(Thanks to Dr. Karen O’Hanlon of Probio Carbon for answering some of my questions about biochar).

Biochar is a product which has been advertised as a beneficial component of bonsai soil over recent years. So what exactly is it?

Biochar is basically charcoal which has been “produced from organic waste using pyrolysis technology under temperatures ranging from 400C to 700C where oxygen is either absent or depleted”.ref Pyrolosis means decomposing carbon-based materials through the application of heat.ref So a feedstock (source material) is acquired and heated in the absence of oxygen for a given period of time to create what you would probably recognise as charcoal. The structure of biochar is shown in the image – as you can see, it has many, many holes in it.

Scanning Electron Microscope image of biochar

So why would you add biochar to your bonsai soil? There are a few good reasons. It has been proven to improve water availabilityref, act as a fertiliser reducing the need for chemical fertilisersref and increase microbial biomassref (ie. it attracts beneficial microbes).

An experiment conducted in Colchester, UK by the Bartlett Tree Research & Diagnostic Laboratory amazingly found that ash trees treated with biochar did *not* get infected by ash dieback disease over a period of 4 years even when the disease was present in adjacent trees on the same site. They believed the reason for this was that the biochar enhanced the trees’ immune system and improved root growth.ref

The microbe aspect of biochar is really interesting – in one study it was found that microbes living in it were able to ‘mine’ the biochar pores for phosphorus. So it appears to have synergy between its composition (with nutrients for plants) and its attractiveness to microbes which can help get those nutrients into plants.

One of the key physical properties of biochar is that it has a massive surface area, relative to its size – in one study on malt spent rootlets (a residue from brewing) it was 340 m2 per gram!!ref That’s larger than the size of a tennis court for every gram of biochar.ref This increased surface area along with the physical structure of biochar having lots of tiny pores, results in greater water retention in the soil.ref

Biochar can be made from basically any organic material, from forestry to food production to agricultural by-products and this source material is the main determinant of its chemical properties.ref So when choosing a biochar for your bonsai soil, you want to know what it has been made from, and what this means in terms of its properties. Some of the properties which vary significantly include pH, surface area and cation exchange capability/electrical conductivity. For bonsai I would say you want high surface area & pore volume (to assist with water availability) and high microbial mass. The fertiliser aspects are probably a nice-to-have. Looking at the table below this means probably biochar made from a wood-based source material is best.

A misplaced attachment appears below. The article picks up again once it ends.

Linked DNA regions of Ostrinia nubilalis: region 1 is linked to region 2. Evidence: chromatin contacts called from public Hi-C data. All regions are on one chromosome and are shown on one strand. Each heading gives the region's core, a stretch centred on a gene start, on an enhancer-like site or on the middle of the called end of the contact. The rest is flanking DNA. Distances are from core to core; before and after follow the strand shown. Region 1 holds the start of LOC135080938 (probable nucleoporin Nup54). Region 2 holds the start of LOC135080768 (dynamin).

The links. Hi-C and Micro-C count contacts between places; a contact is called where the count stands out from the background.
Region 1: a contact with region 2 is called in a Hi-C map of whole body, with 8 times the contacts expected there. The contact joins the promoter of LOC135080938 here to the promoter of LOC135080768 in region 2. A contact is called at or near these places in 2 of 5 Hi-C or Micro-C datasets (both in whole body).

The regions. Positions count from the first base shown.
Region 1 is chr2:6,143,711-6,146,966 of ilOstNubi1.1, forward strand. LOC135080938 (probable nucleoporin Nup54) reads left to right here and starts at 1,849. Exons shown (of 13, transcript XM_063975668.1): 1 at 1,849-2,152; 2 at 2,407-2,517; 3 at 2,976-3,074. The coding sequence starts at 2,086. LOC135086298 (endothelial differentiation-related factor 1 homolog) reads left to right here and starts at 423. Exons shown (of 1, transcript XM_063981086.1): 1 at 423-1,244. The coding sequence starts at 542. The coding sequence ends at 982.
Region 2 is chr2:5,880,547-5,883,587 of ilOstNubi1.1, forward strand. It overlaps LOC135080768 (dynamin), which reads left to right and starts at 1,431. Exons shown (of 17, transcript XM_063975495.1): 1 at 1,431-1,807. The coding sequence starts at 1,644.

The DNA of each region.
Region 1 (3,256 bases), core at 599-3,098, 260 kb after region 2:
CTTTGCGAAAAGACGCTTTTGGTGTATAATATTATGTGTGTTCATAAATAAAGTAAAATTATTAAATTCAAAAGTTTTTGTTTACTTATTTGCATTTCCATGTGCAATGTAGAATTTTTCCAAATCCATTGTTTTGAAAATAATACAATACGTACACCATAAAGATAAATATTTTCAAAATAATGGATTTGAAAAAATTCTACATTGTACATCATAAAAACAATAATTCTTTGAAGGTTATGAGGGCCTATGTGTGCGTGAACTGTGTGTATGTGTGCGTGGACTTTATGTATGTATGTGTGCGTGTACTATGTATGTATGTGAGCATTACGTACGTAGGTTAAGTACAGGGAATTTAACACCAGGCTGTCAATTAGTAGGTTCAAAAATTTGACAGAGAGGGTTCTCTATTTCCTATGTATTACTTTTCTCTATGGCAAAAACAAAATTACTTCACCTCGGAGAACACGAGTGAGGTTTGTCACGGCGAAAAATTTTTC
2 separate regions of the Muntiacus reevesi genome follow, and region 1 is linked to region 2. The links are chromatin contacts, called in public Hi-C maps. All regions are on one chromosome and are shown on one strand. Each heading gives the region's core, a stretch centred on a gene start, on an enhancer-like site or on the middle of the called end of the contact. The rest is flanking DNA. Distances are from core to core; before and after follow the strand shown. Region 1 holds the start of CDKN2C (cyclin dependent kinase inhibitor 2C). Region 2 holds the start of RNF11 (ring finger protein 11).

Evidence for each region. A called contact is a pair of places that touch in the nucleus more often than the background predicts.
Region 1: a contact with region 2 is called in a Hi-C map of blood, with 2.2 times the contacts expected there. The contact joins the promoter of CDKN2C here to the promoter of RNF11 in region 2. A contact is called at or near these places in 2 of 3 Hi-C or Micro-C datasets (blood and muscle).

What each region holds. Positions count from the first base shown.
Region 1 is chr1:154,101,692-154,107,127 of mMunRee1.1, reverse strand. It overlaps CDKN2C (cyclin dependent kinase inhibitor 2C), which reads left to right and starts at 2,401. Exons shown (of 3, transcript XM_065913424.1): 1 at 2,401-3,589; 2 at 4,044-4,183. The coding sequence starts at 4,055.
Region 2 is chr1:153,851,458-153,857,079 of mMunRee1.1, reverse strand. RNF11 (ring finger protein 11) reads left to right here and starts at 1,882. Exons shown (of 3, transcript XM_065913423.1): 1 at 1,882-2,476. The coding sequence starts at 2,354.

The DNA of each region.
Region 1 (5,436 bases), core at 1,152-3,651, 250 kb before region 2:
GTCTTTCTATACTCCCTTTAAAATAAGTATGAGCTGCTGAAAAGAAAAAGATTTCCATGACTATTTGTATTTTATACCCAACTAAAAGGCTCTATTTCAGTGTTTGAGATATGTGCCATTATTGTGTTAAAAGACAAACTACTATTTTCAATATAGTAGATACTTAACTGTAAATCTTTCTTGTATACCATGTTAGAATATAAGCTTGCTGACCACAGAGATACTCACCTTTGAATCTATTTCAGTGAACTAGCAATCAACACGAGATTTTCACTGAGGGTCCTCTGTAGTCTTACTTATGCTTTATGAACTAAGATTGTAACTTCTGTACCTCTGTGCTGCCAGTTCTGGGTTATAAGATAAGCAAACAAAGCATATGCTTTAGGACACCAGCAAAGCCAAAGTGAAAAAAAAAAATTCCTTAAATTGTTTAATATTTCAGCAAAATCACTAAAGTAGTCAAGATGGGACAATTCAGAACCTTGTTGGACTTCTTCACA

There is quite a bit of research out there on different biochar properties, which I will summarise here for you to read through. Unfortunately I haven’t found any research which looks at volume of microbes for each feedstock, but I would expect this to be positively associated with surface area.

Biochar FeedstockProperties
WoodHighest surface area (leading to better water retention) and highest pore volume (a factor of 10 higher than manure)
Lowest cation-exchange capability
Largest amount of C
Contain less plant-available nutrients
More electrical conductivity
Lowest ash content (associated with lower pH)
Micro-nutrient content mixed (see table here)
Total bioavailable nutrients mixed (see table here)
Crops & grassesHighest average particle size
Highest K content
Lowest calcium carbonate equivalents
Micro-nutrient content mixed (see table here)
Total bioavailable nutrients mixed (see table here)
ManureLowest surface area and lowest pore volume
Highest cation-exchange capability
Highest calcium carbonate equivalents
Lowest average particle size
Highest ash content (associated with higher pH)
Greatest N, S, P, Ca, and Mg concentrations
Highest micro-nutrient content (Fe, Cu, Zn, B, Mn, Mo, Co, Cl)
Total bioavailable nutrients mixed (see table here)

The temperature at which the biochar is created makes a difference too. Increasing pyrolisis temperature leads to “increased biochar C, P, K, Ca, ash content, pH, specific surface area (SSA), and decreased N, H, and O content”ref

Like many things in life though, you can have too much of a good thing. In some studies, too much or the wrong biochar in soil has led to phytotoxicityref You might also be wondering why it doesn’t just remove all the nutrients in the soil like activated carbon, which is used in aquariums and drink bottles to remove metals, chlorine and contaminants. When asked this question Dr. Karen O’Hanlon at Probio Carbon said it was because biochar is not ‘activated’ to the same degree as activated carbon. Reading more about this, the absorbent properties of biochar are “1/6th to 1/12th that of high quality activated carbons”.ref Activation forces more pores and surface area into the charcoal, this is done by varying the temperature and pyrolysis process. So whilst there probably is some nutrient absorption, it’s not going to be at the same level as activated carbon and can be compensated for by the nutrients within the biochar themselves and the increased microbial activity.